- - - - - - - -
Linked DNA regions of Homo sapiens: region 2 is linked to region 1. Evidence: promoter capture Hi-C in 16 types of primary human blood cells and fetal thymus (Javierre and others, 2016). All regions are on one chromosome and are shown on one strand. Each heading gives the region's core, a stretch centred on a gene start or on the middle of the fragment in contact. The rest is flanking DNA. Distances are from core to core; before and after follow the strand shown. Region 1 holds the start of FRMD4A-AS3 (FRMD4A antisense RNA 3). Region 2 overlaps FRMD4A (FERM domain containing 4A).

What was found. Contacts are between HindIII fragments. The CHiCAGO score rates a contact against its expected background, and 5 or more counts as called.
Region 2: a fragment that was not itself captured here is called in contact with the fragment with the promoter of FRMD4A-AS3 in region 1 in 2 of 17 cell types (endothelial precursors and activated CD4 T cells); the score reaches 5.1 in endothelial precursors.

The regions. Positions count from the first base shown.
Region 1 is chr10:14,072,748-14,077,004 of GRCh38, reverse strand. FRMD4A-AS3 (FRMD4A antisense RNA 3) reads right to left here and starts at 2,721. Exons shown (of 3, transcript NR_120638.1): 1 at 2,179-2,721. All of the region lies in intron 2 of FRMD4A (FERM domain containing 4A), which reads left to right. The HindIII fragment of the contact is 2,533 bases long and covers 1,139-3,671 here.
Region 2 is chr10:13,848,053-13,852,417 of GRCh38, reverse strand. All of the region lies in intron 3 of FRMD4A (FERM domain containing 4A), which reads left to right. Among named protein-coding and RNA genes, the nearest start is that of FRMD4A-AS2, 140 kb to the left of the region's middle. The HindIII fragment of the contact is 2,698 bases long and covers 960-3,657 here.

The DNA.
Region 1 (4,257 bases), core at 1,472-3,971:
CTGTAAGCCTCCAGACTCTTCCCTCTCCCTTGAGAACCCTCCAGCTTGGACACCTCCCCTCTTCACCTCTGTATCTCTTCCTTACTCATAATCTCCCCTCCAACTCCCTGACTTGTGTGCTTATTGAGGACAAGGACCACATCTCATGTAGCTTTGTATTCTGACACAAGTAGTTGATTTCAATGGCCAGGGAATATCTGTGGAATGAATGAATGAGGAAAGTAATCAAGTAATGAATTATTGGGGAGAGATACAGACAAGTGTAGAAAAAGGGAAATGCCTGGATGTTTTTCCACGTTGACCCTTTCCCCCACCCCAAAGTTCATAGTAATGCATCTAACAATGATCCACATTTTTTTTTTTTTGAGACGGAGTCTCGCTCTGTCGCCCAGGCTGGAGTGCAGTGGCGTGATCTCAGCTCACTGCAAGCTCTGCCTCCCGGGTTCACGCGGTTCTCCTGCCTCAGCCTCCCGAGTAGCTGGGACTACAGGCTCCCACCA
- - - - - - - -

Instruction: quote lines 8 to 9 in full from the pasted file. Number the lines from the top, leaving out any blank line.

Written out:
Region 1 (4,257 bases), core at 1,472-3,971:
CTGTAAGCCTCCAGACTCTTCCCTCTCCCTTGAGAACCCTCCAGCTTGGACACCTCCCCTCTTCACCTCTGTATCTCTTCCTTACTCATAATCTCCCCTCCAACTCCCTGACTTGTGTGCTTATTGAGGACAAGGACCACATCTCATGTAGCTTTGTATTCTGACACAAGTAGTTGATTTCAATGGCCAGGGAATATCTGTGGAATGAATGAATGAGGAAAGTAATCAAGTAATGAATTATTGGGGAGAGATACAGACAAGTGTAGAAAAAGGGAAATGCCTGGATGTTTTTCCACGTTGACCCTTTCCCCCACCCCAAAGTTCATAGTAATGCATCTAACAATGATCCACATTTTTTTTTTTTTGAGACGGAGTCTCGCTCTGTCGCCCAGGCTGGAGTGCAGTGGCGTGATCTCAGCTCACTGCAAGCTCTGCCTCCCGGGTTCACGCGGTTCTCCTGCCTCAGCCTCCCGAGTAGCTGGGACTACAGGCTCCCACCA